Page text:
Uber is going to Europe's top court for a fight that could have huge implications for the app economy

smiling travis kalanick uber Uber CEO Travis Kalanick. David Paul Morris/Bloomberg via Getty Images

Uber is going to court in Europe, in a case that could have huge implications for the app-based economy across the continent.

On Tuesday, the Californian taxi-hailing company will seek to convince Europe's top court that it is a digital service, not a transport company, in a case that could determine whether app-based startups should be exempt from strict laws meant for regular companies.

The case first began in Spain in 2014 after Uber faced opposition from the incumbent taxi industry — and it has now reached the European Court of Justice.

The U.S. taxi app, which launched in Europe five years ago, has faced fierce opposition from regular taxi companies and some local authorities, who fear it creates unfair competition because it is not bound by strict local licensing and safety rules.

Supporters, however, say rigid regulatory obligations protect incumbents and hinder the entry of digital startups which offer looser work arrangements to workers in the 28-country European Union looking for more flexibility, albeit without basic rights.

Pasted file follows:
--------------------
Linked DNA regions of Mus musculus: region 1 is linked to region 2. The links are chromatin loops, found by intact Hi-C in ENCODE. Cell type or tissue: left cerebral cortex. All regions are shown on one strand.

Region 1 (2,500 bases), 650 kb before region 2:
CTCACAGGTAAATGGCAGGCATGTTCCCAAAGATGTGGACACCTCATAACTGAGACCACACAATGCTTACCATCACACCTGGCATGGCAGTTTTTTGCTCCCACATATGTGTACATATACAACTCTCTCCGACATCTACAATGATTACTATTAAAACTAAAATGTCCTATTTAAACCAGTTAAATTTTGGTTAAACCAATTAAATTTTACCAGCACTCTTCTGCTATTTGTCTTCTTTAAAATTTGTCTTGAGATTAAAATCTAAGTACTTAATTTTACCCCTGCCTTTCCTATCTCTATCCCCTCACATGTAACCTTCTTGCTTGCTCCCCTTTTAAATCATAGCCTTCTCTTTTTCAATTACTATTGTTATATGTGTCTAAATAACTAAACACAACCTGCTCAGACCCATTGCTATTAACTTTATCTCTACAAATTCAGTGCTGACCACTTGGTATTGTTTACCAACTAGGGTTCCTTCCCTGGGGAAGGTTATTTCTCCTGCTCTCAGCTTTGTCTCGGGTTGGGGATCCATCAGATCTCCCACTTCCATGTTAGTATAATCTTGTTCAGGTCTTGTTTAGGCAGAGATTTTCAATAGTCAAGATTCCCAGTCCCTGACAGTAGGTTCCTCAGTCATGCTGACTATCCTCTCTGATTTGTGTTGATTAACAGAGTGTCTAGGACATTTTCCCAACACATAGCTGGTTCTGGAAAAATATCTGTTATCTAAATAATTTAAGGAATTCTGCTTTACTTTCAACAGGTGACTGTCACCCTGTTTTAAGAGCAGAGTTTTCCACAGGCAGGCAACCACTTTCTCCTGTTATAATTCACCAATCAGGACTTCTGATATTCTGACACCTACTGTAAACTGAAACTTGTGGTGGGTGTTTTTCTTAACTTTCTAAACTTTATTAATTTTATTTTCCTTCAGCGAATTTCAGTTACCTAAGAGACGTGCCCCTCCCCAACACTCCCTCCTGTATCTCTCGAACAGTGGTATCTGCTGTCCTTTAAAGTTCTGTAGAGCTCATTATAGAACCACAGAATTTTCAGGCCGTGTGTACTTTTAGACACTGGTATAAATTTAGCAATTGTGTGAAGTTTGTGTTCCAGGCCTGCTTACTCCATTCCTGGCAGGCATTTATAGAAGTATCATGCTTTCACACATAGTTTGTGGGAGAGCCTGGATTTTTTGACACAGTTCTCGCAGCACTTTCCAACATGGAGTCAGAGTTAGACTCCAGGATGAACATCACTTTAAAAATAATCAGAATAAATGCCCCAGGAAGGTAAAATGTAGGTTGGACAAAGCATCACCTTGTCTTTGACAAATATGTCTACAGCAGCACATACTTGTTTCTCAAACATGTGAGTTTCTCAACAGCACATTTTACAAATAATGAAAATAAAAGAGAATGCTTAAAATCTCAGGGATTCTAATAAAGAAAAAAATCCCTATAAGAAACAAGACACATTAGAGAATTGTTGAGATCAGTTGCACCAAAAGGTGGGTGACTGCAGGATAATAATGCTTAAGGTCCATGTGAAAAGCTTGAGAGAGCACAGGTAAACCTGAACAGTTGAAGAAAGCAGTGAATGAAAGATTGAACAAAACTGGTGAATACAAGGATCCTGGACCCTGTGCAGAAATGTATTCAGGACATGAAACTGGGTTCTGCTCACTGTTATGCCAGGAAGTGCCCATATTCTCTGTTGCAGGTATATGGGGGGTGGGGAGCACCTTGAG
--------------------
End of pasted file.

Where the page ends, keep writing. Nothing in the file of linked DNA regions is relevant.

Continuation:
Uber found itself in the dock in Spain after Barcelona's main taxi operator alleged in 2014 that it was running an illegal taxi service. The case concerns its UberPOP service which the company halted after the lawsuit.

Uber maintains that it is simply digital platform that connects willing drivers with customers, and is not a transport service.

The Spanish judge subsequently sought guidance from the Luxembourg-based European Union Court of Justice. (The case is Case C-434/15 Asociación Profesional Elite Taxi.)

A ruling characterizing Uber as a transport service could expose it to stricter rules on licensing, insurance and safety, with possible knock-on effects on other startups such as online home rental company Airbnb.

The case has drawn global interest. The Netherlands, where Uber has its European headquarters, Finland, Poland, Greece and the European Free Trade Association (EFTA) have submitted written observations that tend to support Uber.

Spain, France and Ireland in their submissions however say Uber is a transport service. A grand chamber of 15 judges will hear the arguments, with more than 200 participants signed up for the hearing.

The New York Times reports that the court is expected to rule in March 2017 at the earliest.

Meanwhile, the European Commission is trying to boost e-commerce, a sector where the EU lags behind Asia and the United States, to drive economic growth and create jobs — efforts that could be severely hampered if the ECJ rules against Uber and the app economy more broadly.


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